The Street Foods Of Antsirabe, Madagascar
guteblog
By guteblog
4 min read
Food
0 Comments

The Street Foods Of Antsirabe, Madagascar

Near the daily Marketplace of Antsirabe, the Nice hillside City of Madagascar’s highlands (and third-largest city in the nation ), girls with enormous dishes of batter sit alongside cool strands of oil over non charcoal stoves. While crouching or sitting on wooden stools, they fan their flames and plop their fried goods into mountainous piles of steaming new snacks. Also lining the roads are little display boxes full of bowls of noodles, breads, noodles, even spaghetti. Other vendors mingle with the audience, hawking their wares to shoppers while balancing plastic containers beneath their heads. Though the Malagasy staple food–heaping servings of rice–is as simple as could be, street food is a parade of tastes. Here are a couple of favorite dishes.

Mofo-anana

In Malagasy, mofo means bread whilst anana translates as leafy greens, providing mofo anana or”leafy greens bread” a much fitter name than it warrants. Vendors begin with mixing well-cooked greens into a bread batter, then deep-frying it to make soft, doughy fritters. Sometimes prepared with tomatoes and other veggies and optionally served with sakay (hot sauce), this crispy, deep-fried”bread” is irresistible when eaten hot.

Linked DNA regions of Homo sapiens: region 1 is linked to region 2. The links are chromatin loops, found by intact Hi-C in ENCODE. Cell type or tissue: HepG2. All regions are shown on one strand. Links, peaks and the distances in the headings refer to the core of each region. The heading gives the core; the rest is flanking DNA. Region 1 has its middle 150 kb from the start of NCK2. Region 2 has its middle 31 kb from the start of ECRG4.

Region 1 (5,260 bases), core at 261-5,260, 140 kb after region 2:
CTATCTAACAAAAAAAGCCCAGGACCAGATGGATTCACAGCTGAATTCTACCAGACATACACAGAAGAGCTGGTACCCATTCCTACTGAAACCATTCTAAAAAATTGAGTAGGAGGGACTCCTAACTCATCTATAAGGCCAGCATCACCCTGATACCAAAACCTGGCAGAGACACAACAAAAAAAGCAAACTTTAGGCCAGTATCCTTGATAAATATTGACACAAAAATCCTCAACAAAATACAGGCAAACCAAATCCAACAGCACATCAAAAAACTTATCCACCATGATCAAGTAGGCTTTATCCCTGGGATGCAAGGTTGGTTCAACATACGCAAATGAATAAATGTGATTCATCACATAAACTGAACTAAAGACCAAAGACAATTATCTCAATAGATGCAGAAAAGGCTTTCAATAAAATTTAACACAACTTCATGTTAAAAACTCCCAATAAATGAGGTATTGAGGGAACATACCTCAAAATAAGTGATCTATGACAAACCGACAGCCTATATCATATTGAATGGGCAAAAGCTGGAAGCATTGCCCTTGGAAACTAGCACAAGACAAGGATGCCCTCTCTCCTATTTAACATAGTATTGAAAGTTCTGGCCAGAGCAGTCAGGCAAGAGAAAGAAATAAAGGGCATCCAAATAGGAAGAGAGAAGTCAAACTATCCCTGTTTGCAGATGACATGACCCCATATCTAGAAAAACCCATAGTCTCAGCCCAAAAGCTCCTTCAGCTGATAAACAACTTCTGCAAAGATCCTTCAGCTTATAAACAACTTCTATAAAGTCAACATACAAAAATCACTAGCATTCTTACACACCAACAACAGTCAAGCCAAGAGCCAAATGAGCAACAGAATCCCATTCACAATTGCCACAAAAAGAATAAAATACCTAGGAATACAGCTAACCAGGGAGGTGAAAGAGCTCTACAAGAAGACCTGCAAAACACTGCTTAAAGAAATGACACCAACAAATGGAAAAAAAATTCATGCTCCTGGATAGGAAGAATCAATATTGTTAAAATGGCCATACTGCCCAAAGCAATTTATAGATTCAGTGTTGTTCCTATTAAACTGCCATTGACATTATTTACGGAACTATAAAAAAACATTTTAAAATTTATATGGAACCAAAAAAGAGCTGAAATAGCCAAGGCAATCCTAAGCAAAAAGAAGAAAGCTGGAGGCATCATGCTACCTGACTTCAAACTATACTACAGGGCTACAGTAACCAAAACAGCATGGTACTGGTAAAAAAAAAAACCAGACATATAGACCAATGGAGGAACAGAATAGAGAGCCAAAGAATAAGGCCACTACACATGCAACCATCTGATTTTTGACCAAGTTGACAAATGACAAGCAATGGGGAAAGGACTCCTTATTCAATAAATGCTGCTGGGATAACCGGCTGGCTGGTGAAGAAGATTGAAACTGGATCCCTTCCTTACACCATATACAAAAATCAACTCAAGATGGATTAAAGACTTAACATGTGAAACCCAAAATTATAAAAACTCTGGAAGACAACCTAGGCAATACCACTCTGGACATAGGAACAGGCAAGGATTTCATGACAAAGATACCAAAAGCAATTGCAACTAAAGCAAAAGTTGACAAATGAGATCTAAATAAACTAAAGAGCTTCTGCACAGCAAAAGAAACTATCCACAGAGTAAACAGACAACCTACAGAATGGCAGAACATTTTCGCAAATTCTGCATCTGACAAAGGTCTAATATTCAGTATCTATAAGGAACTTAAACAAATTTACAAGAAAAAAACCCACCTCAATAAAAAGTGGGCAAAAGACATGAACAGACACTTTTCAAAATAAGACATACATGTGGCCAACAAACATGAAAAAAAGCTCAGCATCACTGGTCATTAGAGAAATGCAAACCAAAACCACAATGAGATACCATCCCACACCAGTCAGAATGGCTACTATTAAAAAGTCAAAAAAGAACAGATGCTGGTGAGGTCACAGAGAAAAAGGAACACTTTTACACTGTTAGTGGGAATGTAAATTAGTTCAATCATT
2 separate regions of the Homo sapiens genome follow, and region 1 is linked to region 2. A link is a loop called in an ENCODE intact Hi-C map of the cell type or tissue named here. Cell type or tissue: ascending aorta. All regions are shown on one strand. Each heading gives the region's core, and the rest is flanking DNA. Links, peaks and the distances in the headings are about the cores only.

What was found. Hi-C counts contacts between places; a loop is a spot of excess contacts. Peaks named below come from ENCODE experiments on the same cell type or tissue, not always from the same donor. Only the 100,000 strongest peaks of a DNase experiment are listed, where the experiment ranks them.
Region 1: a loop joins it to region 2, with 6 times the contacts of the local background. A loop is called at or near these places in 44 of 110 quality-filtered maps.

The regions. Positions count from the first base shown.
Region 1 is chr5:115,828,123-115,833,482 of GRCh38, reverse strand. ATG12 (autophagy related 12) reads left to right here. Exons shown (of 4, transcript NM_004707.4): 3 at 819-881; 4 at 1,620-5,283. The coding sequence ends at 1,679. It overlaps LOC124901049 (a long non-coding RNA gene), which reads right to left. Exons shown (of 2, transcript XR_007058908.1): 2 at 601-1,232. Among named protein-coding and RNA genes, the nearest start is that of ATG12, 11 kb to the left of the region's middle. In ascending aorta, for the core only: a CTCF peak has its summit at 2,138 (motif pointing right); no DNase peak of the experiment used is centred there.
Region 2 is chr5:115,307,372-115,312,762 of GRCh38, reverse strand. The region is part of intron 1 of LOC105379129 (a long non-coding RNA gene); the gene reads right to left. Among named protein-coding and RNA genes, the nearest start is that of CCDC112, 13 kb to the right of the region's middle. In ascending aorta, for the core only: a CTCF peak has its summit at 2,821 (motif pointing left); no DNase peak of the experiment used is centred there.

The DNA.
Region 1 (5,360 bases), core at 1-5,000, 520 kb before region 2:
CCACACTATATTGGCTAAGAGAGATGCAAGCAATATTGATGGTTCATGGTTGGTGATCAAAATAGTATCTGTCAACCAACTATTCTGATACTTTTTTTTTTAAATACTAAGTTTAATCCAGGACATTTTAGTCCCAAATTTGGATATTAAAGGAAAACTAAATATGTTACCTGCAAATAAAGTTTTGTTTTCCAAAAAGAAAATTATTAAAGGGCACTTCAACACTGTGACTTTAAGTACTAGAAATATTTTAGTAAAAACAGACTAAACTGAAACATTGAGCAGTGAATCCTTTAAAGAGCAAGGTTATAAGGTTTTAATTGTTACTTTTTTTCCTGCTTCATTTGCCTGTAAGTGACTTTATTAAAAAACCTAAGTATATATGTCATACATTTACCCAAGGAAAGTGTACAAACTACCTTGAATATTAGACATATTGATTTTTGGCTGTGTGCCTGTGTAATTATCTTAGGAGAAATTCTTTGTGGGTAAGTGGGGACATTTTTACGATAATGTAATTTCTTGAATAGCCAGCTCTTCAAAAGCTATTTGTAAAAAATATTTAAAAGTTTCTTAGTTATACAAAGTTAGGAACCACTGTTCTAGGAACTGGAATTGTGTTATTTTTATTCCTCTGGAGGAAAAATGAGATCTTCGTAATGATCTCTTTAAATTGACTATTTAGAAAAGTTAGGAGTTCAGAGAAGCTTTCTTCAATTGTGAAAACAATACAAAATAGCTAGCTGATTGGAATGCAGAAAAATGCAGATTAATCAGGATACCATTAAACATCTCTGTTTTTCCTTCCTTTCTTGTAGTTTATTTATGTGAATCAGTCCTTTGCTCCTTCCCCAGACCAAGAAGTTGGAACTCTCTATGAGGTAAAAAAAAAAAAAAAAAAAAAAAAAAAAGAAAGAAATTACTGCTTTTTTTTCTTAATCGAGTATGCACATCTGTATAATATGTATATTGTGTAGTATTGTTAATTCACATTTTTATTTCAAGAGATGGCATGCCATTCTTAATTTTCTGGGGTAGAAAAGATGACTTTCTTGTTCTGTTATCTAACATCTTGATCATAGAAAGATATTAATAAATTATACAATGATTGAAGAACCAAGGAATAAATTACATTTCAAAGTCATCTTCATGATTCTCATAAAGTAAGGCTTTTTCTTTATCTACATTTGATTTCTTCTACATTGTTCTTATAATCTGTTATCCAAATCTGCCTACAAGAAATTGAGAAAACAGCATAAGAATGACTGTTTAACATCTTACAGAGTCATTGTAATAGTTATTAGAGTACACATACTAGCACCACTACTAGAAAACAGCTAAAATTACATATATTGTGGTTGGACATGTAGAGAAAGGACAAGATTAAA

Nem

The fillings vary from vendor to vendor and depend upon the season, however the crispy spring roll-like snacks known as nem usually come packed with a mix of ground beef, potatoes, cabbage, leeks, and onions. To make themvendors form small crepe-like pancakes in a pan, then roll into the filling. Next to the consequent neat pyramids of uncooked nem, then they deep-fry them in scalding, bubbling pans of oil. My personal favorite is the potato-leek combination.

Sambosa

While sambosas lack the hot spices of the Indian counterparts, vendors almost always have a small jar of hot peppers to compensate. Commonly stuffed with potatoes and ground beef, this savory bite warms the belly on cold Antsirabe nights.

Brochettes

For those hankering for more than just a sprinkling of meat in their deep-fried nem or sambosas, food stalls are filled with brochettes, or miniature kebabs (the name reflects Madagascar’s past stint as a French colony). On the coast, they are frequently made with fish, while at the highlands sellers skewer freshly sliced beef, onions, peppers, and tomatoes and grill them over a open fire, giving them a toasty chargrilled flavour

Vary sy loka

Obviously, no actual meal in Madagascar, the Highest per capita consumer of rice in the world, is complete without a heaping Bowl of plain, unsalted rice, or change (coconut milk is. Occasionally added in coastal areas ), and if you step off the streets of Antsirabe, heaps of living-room-esque hotelys (restaurants) Entice passersby to indulge in a genuine, Malagasy, rice-laden meal. Common laoka, Which translates as the food that you serve with rice, comprise pork with leafy Greens, beef with sauce, chicken with peas, dried fish, beans, or a dish of Ground-up leafy greens known as ravitoto. Rice is so Important At Malagasy cuisine that people will often invite other people to dine together by Asking”Can you consume rice (with me)?” But the streets are just another story, filled Mazatoa! (Enjoy!) .